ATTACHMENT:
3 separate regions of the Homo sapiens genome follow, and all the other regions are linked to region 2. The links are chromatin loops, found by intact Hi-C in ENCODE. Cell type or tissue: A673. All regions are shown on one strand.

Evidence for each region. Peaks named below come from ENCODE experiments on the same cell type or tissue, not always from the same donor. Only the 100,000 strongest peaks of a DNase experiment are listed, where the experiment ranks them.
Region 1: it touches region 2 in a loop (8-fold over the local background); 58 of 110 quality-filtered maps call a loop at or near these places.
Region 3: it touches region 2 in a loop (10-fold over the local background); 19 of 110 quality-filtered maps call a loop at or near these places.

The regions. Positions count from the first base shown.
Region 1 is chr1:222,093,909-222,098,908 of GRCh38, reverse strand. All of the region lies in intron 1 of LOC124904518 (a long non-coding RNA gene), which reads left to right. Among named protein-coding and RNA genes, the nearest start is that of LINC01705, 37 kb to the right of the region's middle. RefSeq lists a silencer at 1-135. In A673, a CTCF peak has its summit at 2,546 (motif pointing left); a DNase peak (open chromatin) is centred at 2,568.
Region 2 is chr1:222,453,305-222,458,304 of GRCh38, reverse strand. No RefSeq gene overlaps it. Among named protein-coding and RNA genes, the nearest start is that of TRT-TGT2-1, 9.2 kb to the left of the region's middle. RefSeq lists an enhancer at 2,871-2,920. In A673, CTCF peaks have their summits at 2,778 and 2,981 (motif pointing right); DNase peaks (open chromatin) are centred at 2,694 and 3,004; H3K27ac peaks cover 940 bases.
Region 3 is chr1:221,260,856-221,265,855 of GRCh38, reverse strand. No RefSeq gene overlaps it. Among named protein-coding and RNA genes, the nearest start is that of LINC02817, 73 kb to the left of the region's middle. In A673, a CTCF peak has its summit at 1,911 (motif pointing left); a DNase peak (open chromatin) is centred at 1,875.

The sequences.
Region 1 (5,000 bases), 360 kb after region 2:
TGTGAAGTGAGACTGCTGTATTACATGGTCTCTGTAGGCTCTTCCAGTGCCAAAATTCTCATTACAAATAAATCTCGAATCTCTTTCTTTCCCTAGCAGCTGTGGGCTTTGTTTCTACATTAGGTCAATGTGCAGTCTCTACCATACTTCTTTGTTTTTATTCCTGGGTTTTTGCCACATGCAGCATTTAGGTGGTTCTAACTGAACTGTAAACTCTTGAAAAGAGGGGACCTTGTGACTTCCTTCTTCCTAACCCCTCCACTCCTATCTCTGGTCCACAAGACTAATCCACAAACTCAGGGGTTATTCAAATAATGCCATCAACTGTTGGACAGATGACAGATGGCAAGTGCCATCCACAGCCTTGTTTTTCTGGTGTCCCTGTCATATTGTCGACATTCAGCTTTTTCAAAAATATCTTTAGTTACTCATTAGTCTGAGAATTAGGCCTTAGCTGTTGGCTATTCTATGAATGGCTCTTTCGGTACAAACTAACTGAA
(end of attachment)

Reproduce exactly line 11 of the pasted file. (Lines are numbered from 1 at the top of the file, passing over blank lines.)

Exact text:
TGTGAAGTGAGACTGCTGTATTACATGGTCTCTGTAGGCTCTTCCAGTGCCAAAATTCTCATTACAAATAAATCTCGAATCTCTTTCTTTCCCTAGCAGCTGTGGGCTTTGTTTCTACATTAGGTCAATGTGCAGTCTCTACCATACTTCTTTGTTTTTATTCCTGGGTTTTTGCCACATGCAGCATTTAGGTGGTTCTAACTGAACTGTAAACTCTTGAAAAGAGGGGACCTTGTGACTTCCTTCTTCCTAACCCCTCCACTCCTATCTCTGGTCCACAAGACTAATCCACAAACTCAGGGGTTATTCAAATAATGCCATCAACTGTTGGACAGATGACAGATGGCAAGTGCCATCCACAGCCTTGTTTTTCTGGTGTCCCTGTCATATTGTCGACATTCAGCTTTTTCAAAAATATCTTTAGTTACTCATTAGTCTGAGAATTAGGCCTTAGCTGTTGGCTATTCTATGAATGGCTCTTTCGGTACAAACTAACTGAA